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Debating the Presidency : Conflicting Perspectives on the American Executive



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This is the 2nd edition with a publication date of 10/13/2009.

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The study of the presidency&BAD:-the power of the office, the evolution of the executive as an institution, the men who have served&BAD:-has generated a great body of research and scholarship.What better way to get students to grapple with the ideas of the literature than through conflicting perspectives on some of the most pivotal issues facing the modern presidency? Richard Ellis and Michael Nelson have once again assembled a cadre of top scholars to offer a series of pro/con essays that will inspire spirited debate beyond the pages of the book. Each essay&BAD:-written in the form of a debate resolution&BAD:- offers a compelling yet concise view on the American executive. In essays that are new to this edition, contributors debate the repeal of the 22nd Amendment, the abolition of the vice presidency, the extent to which presidential signing statements threaten the separation of powers, and whether the fighting of the war on terror should require relaxing checks on presidential power. Ellis and Nelson introduce each pair of essays, giving students context and preparing them to read each argument critically, so they can decide for themselves which side of the debate they find most persuasive.

Author Biography

Richard J. Ellis is the Mark O. Hatfield Professor of Politics at Willamette University. Among his recent books are To the Flag: The Unlikely History of the Pledge of Allegrance (2005) and Presidential Travel: The Journey from George Washington to George W. Bush (2008). In 2008 he was named the Carnegie Foundation for Advancement of Teaching Oregon Professor of the Year. Michael Nelson is the Fulmer Professor of Political Science at Rhodes College, where he teaches courses on U.S. politics, the presidency, and southern politics. He is also a senior fellow of the Miller Center of Public Affairs at the University of Virginia and a former editor of the Washington Monthly. His recent books include The American Presidency: Origins and Development, 1776-2007 (with Sidney M. Milkis, 5th ed., 2008): How the South Joined the Gambling Nation: The Politics of State Policy Innovation (with John Mason, 2008), which won the Southern Political Science Association's V. O. Key Award for the outstanding book on southern politics: The Elections of 2008 (2010); and The Presidency and the Political System (9th ed., 2010).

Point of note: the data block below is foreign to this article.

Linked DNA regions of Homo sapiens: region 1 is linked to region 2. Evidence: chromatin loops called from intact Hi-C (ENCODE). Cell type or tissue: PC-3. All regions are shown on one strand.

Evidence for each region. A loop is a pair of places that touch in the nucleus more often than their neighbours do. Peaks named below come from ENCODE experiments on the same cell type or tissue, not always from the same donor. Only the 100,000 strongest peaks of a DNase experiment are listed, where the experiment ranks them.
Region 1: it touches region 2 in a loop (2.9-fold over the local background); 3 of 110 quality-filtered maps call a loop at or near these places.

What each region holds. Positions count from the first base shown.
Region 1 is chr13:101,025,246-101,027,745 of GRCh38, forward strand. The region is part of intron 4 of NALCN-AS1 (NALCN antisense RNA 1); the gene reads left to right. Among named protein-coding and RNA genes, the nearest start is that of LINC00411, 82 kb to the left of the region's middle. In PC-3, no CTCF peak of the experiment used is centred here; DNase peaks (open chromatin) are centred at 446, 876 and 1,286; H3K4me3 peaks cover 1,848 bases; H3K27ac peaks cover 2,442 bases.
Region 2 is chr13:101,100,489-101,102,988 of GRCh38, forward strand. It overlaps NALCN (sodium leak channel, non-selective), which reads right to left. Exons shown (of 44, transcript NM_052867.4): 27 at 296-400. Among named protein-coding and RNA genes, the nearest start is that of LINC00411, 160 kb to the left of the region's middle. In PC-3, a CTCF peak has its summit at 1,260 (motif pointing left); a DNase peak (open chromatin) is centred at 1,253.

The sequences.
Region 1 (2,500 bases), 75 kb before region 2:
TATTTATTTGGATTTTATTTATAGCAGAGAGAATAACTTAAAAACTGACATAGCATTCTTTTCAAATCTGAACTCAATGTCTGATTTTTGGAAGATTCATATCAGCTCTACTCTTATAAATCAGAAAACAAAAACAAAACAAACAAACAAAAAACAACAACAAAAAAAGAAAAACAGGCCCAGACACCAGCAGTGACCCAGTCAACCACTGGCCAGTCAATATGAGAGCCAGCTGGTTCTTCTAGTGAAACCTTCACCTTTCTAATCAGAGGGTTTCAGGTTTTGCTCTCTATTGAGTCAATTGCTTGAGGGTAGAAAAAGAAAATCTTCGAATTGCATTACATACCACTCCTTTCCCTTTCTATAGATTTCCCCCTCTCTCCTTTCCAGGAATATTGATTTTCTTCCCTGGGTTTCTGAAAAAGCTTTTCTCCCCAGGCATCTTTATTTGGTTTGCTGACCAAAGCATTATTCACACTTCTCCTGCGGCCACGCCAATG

Table of Contents

Prefacep. ix
Contributorsp. xi
Resolved, the framers of the Constitution would approve of the modern presidencyp. 1
Pro: David Nicholsp. 3
Con: Terri Bimesp. 8
Resolved, political parties should nominate candidates for the presidency through a national primaryp. 14
Pro: Michael Nelsonp. 17
Con: Andrew E. Buschp. 23
Resolved, the president should be elected directly by the peoplep. 31
Pro: Burdett Loomisp. 33
Con: Byron E. Shaferp. 39
Resolved, the Twenty-second Amendment should be repealedp. 48
Pro: David Karolp. 50
Con: Thomas E. Croninp. 56
Resolved, the media are too hard on presidentsp. 64
Pro: Matthew R. Kerbelp. 66
Con: Bartholomew H. Sparrowp. 73
Resolved, the president is a more authentic representative of the American people than is Congressp. 82
Pro: Marc J. Hetheringtonp. 84
Con: Richard J. Ellisp. 94
Resolved, presidents have usurped the war power that rightfully belongs to Congressp. 100
Pro: Nancy Kassopp. 103
Con: Richard M. Piousp. 110
Resolved, fighting the war on terrorism requires relaxing checks on presidential powerp. 120
Pro: John Yoop. 123
Con: Louis Fisherp. 129
Resolved, presidential signing statements threaten to undermine the rule of law and the separation of powersp. 137
Pro: Peter M. Shanep. 140
Con: Nelson Lundp. 147
Resolved, the president has too much power in the selection of judgesp. 154
Pro: David A. Yalofp. 156
Con: John Anthony Maltesep. 163
Resolved, the vice presidency should be abolishedp. 170
Pro: Douglas L. Krinerp. 172
Con: Joel K. Goldsteinp. 179
Resolved, a president's personal attributes are the best predictors of performance in the White Housep. 187
Pro: Fred I. Greensteinp. 190
Con: Stephen Skowronekp. 197
Resolved, great presidents are agents of democratic changep. 209
Pro: Marc Landyp. 211
Con: Bruce Miroffp. 221
Notesp. 229
Table of Contents provided by Ingram. All Rights Reserved.

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